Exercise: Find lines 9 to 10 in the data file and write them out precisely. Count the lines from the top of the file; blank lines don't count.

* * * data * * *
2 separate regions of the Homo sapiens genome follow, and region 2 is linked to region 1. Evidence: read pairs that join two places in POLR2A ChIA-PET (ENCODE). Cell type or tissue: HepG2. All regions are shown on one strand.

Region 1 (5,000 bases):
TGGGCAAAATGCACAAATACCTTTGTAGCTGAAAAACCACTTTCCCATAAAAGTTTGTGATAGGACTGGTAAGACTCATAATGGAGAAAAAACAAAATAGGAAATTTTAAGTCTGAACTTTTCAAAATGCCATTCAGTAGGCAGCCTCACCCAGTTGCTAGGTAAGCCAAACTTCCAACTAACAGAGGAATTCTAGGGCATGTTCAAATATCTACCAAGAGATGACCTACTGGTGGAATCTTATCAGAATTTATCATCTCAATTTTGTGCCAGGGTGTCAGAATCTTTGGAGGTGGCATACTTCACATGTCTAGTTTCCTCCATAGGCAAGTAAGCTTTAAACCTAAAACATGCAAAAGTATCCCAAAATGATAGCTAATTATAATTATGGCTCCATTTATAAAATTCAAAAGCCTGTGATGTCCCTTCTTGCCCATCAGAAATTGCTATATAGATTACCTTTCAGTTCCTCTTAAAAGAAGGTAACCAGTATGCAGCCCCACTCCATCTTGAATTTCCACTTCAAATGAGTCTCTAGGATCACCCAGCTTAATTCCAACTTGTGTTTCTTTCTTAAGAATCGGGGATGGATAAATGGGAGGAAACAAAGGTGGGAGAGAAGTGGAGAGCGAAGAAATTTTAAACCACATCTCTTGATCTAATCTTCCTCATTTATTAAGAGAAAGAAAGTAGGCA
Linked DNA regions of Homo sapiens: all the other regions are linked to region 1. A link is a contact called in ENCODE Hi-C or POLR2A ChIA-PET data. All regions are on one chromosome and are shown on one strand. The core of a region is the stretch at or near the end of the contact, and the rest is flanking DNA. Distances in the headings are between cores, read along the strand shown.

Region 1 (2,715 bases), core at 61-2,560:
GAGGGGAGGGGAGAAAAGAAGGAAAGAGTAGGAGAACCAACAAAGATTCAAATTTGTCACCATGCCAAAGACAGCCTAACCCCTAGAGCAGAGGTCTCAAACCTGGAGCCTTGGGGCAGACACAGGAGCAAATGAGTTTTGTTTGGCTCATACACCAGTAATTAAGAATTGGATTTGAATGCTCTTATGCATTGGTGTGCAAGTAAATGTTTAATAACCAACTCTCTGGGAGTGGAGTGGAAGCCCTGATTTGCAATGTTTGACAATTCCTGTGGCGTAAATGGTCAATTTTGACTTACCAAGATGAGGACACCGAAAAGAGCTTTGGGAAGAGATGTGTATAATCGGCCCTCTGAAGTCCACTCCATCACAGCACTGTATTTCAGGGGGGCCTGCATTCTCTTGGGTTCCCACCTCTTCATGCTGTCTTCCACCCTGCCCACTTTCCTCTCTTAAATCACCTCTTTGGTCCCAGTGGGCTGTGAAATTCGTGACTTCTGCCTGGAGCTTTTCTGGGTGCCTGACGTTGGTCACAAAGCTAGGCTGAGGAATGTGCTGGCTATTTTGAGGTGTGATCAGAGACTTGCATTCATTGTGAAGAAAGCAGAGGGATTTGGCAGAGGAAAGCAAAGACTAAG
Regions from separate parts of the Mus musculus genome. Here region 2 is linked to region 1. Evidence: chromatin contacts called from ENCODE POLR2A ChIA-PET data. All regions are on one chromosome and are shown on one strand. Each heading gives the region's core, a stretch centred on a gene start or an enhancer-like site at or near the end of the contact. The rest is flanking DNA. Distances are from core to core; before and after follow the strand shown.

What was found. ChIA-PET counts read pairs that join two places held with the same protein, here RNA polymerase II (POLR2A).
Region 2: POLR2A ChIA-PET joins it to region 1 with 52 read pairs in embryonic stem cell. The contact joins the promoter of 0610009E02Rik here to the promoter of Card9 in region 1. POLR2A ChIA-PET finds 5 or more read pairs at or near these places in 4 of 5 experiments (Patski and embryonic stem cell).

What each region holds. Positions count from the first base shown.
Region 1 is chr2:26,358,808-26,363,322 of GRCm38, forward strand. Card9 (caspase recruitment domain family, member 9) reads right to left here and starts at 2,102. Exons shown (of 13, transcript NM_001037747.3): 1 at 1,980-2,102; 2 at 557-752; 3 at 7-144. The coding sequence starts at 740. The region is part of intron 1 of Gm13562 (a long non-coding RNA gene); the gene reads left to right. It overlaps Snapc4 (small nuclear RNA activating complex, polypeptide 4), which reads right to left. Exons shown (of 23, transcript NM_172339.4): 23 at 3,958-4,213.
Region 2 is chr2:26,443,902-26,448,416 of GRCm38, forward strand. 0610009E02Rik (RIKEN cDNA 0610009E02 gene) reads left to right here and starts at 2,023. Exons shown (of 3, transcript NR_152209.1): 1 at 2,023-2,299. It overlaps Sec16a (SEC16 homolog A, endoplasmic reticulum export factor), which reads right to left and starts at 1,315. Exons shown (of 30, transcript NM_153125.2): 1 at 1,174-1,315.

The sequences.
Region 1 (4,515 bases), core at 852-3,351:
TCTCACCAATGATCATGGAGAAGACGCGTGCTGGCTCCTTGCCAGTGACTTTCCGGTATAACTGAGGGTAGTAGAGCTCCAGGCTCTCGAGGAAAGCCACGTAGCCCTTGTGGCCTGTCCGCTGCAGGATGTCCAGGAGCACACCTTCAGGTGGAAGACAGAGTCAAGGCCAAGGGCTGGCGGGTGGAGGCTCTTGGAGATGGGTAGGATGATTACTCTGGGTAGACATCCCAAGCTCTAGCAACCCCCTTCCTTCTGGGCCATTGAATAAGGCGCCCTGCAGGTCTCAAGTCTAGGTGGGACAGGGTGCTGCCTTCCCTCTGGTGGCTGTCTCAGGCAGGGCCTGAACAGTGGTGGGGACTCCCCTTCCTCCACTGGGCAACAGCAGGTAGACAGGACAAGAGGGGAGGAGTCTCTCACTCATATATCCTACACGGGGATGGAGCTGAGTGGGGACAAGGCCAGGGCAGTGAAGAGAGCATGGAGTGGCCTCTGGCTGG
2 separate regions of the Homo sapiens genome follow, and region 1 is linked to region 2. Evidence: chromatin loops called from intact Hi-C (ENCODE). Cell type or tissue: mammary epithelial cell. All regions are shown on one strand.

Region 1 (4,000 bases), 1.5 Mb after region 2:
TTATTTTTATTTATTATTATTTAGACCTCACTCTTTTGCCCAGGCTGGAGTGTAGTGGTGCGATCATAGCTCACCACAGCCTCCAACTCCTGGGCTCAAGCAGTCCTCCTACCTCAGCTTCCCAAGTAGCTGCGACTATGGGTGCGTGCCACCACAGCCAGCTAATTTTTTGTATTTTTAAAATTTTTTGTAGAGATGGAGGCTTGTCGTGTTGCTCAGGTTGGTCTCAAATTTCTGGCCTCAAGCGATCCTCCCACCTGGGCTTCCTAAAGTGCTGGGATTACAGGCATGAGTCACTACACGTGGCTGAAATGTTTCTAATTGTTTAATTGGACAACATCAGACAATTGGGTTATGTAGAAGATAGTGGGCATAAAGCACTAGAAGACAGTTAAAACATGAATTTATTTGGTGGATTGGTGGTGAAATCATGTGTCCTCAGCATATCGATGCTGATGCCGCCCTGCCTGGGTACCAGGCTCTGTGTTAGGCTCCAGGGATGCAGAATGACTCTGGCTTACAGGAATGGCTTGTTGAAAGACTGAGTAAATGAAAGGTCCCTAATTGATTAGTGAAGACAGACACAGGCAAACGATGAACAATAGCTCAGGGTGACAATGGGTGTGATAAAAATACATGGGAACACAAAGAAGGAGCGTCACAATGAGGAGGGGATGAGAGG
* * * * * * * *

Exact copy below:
Region 2: POLR2A ChIA-PET joins it to region 1 with 52 read pairs in embryonic stem cell. The contact joins the promoter of 0610009E02Rik here to the promoter of Card9 in region 1. POLR2A ChIA-PET finds 5 or more read pairs at or near these places in 4 of 5 experiments (Patski and embryonic stem cell).

What each region holds. Positions count from the first base shown.